Reviewing navigation data in France

Posted by BharataHS on 9 September 2016 in English (English). Last updated on 19 September 2016.

One of the prime applications of maps is navigation. In order to make OpenStreetMap more reliable for navigation, the team Mapbox has been improving the data in the map by adding missing turn restrictions, exits and destinations across the world. Recently, we mapped most of the gaps in the data across US cities as well as 5 cities each in Canada and Germany. In the entire process, we worked closely with the local community by taking inputs in the form of suggestions and guidance on improving our workflow and resources.

Continuing from our previous work in Europe, we did an initial research on France to get estimate of existing navigation data. These are the 5 cities we want to start with,

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Our initial assessment shows that there are very few turn-restrictions mapped overall, and a majority of what is present is “only-straight” or “only-right” rather than the common “no-right-turn” or “no-left-turn”.

Data Sources for Mapping

Mapillary Imagery

We use Mapillary as the primary source for adding turn restrictions. Overall, Paris has the best Mapillary coverage which would allow for bridging any gaps in data. This is followed by Lyon, where coverage is less dense, but could still be used to cover some gaps, if any.

screen shot 2016-09-09 at 7 43 14 pm

We came across these situations while reviewing the data using Mapillary images, where we were unable to perceive these signage representations.

[1] Mapping conditional turn restrictions

There is a no left turn but with a condition for except service vehicles. But it is only mapped as no-left-turn. How should we be mapping this?


[2] Similar to the above case, is this sign a combination of all the three or are they individual signs? How do we interpret sign like these in general?

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[3] Exit numbers

There seems to be signs with only_arrows along with an E below it. They are mostly located on higher classification of roads. What do these signs signify?


[4] We encountered multiple restriction signs, What is the background behind these signs and what is the ideal way to handle these?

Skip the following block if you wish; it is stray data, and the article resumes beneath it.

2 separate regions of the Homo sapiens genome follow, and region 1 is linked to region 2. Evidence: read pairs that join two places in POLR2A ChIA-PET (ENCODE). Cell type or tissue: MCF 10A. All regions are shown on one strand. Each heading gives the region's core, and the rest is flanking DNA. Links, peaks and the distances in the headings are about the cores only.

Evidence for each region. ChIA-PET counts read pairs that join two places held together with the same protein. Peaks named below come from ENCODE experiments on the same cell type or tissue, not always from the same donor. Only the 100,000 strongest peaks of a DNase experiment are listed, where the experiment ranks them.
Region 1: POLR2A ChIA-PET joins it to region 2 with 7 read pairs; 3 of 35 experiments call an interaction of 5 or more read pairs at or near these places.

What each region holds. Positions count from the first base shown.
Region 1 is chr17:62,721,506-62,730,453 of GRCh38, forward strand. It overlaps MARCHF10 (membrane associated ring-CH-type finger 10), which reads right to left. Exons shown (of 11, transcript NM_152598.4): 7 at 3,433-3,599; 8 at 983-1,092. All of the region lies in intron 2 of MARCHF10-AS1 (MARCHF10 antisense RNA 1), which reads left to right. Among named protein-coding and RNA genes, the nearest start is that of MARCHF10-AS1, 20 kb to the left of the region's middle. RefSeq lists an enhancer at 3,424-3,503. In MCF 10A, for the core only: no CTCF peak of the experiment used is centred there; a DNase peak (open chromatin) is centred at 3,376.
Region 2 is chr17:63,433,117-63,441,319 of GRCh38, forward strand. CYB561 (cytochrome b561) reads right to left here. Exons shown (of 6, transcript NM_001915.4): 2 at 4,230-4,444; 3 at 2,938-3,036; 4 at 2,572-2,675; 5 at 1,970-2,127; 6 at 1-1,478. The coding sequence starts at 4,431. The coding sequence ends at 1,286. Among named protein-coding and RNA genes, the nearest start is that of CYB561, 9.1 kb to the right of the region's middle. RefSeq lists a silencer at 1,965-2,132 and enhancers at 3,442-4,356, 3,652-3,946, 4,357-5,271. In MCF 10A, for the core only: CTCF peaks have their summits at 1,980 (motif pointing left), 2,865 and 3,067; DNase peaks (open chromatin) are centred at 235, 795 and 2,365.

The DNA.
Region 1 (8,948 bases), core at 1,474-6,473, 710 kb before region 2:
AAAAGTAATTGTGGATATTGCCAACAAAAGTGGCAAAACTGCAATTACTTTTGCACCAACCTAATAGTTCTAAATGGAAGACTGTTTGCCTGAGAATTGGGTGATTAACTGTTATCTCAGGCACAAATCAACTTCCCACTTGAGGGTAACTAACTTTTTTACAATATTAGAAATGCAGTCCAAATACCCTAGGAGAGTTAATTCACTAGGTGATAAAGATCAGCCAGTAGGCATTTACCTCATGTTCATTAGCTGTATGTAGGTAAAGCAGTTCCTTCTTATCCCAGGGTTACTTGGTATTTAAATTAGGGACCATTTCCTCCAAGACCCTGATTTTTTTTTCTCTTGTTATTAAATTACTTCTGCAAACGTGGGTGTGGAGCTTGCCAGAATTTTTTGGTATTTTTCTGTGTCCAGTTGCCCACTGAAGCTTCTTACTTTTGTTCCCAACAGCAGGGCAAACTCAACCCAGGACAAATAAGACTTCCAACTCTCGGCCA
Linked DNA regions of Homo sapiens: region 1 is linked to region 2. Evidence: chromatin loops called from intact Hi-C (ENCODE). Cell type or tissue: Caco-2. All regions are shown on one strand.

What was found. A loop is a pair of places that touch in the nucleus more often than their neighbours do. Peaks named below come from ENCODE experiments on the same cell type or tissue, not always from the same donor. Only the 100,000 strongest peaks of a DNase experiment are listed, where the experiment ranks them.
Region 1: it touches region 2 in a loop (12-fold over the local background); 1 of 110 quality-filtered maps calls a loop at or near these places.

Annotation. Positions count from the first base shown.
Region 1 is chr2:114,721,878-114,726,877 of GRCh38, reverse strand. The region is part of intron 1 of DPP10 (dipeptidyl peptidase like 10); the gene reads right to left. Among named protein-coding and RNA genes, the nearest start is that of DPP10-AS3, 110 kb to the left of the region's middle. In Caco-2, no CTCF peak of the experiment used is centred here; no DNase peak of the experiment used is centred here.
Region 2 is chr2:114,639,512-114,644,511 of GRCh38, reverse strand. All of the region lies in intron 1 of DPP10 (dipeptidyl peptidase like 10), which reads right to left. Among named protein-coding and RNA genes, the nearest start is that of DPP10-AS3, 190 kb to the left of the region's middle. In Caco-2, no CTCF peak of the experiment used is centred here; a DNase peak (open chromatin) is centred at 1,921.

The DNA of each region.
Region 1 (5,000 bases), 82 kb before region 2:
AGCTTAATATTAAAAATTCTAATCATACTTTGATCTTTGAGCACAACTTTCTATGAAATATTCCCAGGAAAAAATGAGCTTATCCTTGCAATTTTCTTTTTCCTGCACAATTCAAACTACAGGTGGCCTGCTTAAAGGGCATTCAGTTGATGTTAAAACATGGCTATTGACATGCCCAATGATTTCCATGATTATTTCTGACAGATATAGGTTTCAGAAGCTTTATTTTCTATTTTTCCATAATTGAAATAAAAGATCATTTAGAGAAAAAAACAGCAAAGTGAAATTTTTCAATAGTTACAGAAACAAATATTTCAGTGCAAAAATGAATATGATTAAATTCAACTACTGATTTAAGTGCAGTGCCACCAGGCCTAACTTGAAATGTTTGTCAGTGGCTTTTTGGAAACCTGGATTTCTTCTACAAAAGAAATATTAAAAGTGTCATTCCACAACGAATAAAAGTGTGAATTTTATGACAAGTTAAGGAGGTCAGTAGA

Although most of these turn restrictions are mapped, there are still many conditional turn restrictions that could be added and a few existing turn restrictions that could be validated for improving data quality on OpenStreetMap. It would be great if community can answer our questions and help us understand the above scenarios better. Looking forward to hear your suggestions and comments on this.

We’re going to be at SOTM in Brussels next week. Catch up with @jinalfoflia @ramyaragupathy @pratikyadav @geohacker and @planemad on the latest data team projects at Mapbox!

Thank you.

Comment from gileri on 9 September 2016 at 18:56

Some answers as I’m french and haven’t forgot the entirety of traffic laws :)

[1] For the general public, this is a no-left-turn. “Service” means specially authorized vehicle, so I think that a general no-left-turn is ok.

[2] The distance from the sign to the danger or restriction is defined strictly, that’s why multiple independant signs can be stacked. In this case, those signs does not follow the legal requirements, so they are just indication without a legal standing. The first sign is to indicate what is there (Civilian Protection, a kind of state-run emergency services), the second one is “Generic Danger”, with a subtext explaining that emergency vehicles can enter the road, and you’ve already explained the third.

[3] The upper “double-sign” means that vehickles transporting dangerous materials (filled orange) must turn right. The “E” sign means that the upcoming tunnel is class “E” by european standards, meaning that almost every truck with dangerous stuff can’t go in that tunnel.

[4] This is a straight-only restriction. Maybe three oneways join to a fourth oneway, or maybe the turn radius is too short to turn.

Comment from cquest on 10 September 2016 at 08:50

[1] the highway=service on the left is restricted to “Protection Civile” (rescue service) No turn restriction here to add, only access=emergency to add

[2] these signs are not standard at all (too small, too close from the crossing, etc)… just forget them ;)

[3] [4] same as gileri

Comment from gileri on 10 September 2016 at 11:12

I concur with cquest for [1], as the general public is not allowed to go on that stretch of road from anywhere, so a turn restriction would be redundant.

Comment from BharataHS on 19 September 2016 at 11:54

@cquest and @gileri, thank you for clarifying these special cases.

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